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The Intersection of Science and Policy

August 30, 2013

For this year’s inaugural talk of the Duke/UNC Science Policy Speaker Series, the Science Policy Advocacy Group welcomed John Hardin, PhD, Executive Director of the North Carolina Board of Science & Technology (BST).  We welcomed a mixed audience that included life scientists, political scientists, undergraduate and graduate students, and faculty as Dr. Hardin gave an informative and interesting talk on the intersection of science and policy from the perspective of state government.    

Dr. Hardin earned his BS in economics from Baylor University and holds an MA and PhD in political science from UNC-Chapel Hill.  He serves as an adjunct professor in the Department of Political Science at Carolina.

When Dr. John Hardin opened his talk with a picture of a bride “science” in a lab coat and groom “politics” in a business suit, the audience laughed audibly.  Then we noticed the caption “Can this marriage be saved?”  I looked around to see a number of heads nodding in agreement to the question that Dr. Hardin posed. 

Next, he showed a cartoon illustrating the assessment of the impact of climate change from the perspective of a scientist versus a politician.  As I am sure you guessed, the scientists were shown reviewing data while the politicians were shown reviewing opinion polls and voting intentions surveys.  Dr. Hardin challenged the audience to think about the often conflicting difference in perspectives of scientists and politicians.  He presented two definitions:

Science (scientia―knowledge)

    1. Systematic knowledge/facts/truths (outcome) of the physical or material world gained through systematic observation and experimentation (process)
  • Ideally, science is impersonal, objective, and value-free

Politics (polis―city/state; the affairs thereof)

    1. Disputes (process) over claims to the authority to decide what is, what’s right, and what works (outcomes) in an organization/locale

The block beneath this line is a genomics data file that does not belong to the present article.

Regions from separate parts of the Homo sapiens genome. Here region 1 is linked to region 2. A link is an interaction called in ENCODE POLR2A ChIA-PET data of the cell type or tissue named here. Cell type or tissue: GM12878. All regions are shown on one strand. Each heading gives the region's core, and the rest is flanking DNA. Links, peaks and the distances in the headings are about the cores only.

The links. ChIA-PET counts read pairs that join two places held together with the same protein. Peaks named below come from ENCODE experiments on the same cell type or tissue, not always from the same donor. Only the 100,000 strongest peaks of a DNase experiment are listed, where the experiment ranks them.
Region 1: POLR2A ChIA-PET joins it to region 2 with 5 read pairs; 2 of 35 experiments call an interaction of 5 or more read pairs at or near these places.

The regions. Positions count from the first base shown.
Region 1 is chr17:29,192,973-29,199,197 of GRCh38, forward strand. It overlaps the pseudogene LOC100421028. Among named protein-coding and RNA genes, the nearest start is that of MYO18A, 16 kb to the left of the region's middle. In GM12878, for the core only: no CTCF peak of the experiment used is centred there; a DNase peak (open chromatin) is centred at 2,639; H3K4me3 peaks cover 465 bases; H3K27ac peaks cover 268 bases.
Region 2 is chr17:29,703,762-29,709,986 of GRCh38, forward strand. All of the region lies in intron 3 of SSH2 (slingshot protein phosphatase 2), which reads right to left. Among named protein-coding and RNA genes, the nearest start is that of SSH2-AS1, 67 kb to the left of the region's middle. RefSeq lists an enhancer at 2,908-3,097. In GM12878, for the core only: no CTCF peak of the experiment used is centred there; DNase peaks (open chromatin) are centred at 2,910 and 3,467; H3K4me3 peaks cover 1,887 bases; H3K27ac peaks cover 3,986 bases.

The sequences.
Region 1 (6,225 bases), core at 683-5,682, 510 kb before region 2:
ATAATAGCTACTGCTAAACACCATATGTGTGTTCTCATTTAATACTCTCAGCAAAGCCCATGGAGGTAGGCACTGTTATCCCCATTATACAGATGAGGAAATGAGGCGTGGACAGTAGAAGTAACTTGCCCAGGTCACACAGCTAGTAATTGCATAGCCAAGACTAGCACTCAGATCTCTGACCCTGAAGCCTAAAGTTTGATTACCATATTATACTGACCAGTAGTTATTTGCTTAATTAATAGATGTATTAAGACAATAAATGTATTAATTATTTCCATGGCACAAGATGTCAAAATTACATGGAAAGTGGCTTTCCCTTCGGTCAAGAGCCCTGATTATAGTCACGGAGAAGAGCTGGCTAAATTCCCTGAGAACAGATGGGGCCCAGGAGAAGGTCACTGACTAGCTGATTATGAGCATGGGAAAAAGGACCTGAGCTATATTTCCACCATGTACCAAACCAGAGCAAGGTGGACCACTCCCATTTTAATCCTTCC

2. The authoritative allocation  (process) of values (outcomes/policies)

I immediately recalled the bride and groom as Dr. Hardin reminded us of the importance of a relationship that is made up of two apparently opposing viewpoints.  Each side is motivated by different “inputs”.   The National Science Foundation compared attitudes of the general public and scientists on science and technology issues, and the data suggests that the general public and scientists do not share perspectives on a number of issues, such as evolution and climate change. While scientists value the work and conclusions of other scientists, lawmakers value the interests and opinions of their constituents, often leaving the two groups at odds.

The greatest support for the sciences comes from the federal government, therefore most science policy is federal as well.  However, science policy exists on state and local levels, too.  Dr. Hardin described the history of science policy as it pertains to the state of North Carolina.  First, he laid out a key point.  “When states focus on science and technology policy, it tends to not be science for science’s sake, but science for economic development,” Dr. Hardin explained. 

Two major NC legislative actions in the late 50s and early 60s were the creation of Research Triangle Park (RTP) and the BST—developed to boost the North Carolina economy.  BST acts through many avenues to “improve the economic well being and quality of life of all North Carolinians through advancing science, technology, and innovation.”  RTP provides a central location for science and technology companies. 

While RTP and the BST have functioned to boost the NC economy, Dr. Hardin believes that there is more work to do.  Remember the marriage which needs to be saved? 

It was apparent that one avenue to improving the relationship between science and politics is to foster relationships between scientists and politicians.  Is this where science policy advocates step in?  One UNC faculty member commented during the Q&A period that, even with extensive experience in advocating on a federal level, they were still clueless about how to advocate on a state level.   Dr. Hardin responded that it was a tough question to address and reminded the audience that economic development has to be central to the conversation.   

Addressing interest in science policy careers, Dr. Hardin pointed graduate students to AAAS Science and Technology Policy Fellows program. 

All in all, we had a great time at the talk and we learned a lot.  

Thank you to Dr. John Hardin for sharing his time and knowledge.


Stephani Page, SPAG secretary